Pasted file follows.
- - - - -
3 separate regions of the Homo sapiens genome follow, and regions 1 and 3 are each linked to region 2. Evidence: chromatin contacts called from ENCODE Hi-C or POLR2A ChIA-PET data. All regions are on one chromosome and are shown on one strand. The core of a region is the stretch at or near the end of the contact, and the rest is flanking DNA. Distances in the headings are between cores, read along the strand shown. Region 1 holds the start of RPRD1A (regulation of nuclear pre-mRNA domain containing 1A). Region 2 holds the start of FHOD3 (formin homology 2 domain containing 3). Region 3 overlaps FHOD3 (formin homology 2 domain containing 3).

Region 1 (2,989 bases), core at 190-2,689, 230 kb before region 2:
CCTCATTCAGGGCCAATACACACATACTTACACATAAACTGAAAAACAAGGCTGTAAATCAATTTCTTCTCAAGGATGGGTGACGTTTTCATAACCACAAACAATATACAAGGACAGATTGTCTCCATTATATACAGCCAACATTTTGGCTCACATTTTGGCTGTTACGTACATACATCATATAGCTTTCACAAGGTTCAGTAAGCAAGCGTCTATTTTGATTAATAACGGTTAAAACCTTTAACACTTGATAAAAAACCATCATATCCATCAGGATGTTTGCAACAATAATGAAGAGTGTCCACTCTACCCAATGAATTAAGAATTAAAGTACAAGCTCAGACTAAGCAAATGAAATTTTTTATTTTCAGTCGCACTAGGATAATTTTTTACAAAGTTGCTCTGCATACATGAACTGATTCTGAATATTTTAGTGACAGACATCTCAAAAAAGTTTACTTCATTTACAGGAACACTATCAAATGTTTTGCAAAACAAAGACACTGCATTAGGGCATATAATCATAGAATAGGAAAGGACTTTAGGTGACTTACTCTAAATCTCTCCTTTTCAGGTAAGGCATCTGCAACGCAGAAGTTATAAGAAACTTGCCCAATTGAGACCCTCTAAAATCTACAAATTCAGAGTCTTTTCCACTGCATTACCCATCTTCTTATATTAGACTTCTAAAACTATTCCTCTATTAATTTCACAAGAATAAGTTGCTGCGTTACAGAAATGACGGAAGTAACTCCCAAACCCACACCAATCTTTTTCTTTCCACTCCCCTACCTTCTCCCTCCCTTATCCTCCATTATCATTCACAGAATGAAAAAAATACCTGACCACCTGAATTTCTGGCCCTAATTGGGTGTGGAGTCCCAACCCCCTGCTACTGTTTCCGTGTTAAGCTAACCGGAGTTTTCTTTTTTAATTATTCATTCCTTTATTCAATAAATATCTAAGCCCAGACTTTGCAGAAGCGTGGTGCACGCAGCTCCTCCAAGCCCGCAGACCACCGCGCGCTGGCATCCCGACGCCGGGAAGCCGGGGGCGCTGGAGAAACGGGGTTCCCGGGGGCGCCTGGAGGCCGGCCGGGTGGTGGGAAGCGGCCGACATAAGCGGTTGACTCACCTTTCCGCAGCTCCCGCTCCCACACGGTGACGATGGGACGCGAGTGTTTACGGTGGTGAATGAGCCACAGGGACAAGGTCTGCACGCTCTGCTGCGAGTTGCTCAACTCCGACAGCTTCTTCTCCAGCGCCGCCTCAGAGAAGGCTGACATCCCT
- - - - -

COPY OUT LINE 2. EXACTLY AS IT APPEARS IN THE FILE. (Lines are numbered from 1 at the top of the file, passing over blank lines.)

Region 1 (2,989 bases), core at 190-2,689, 230 kb before region 2: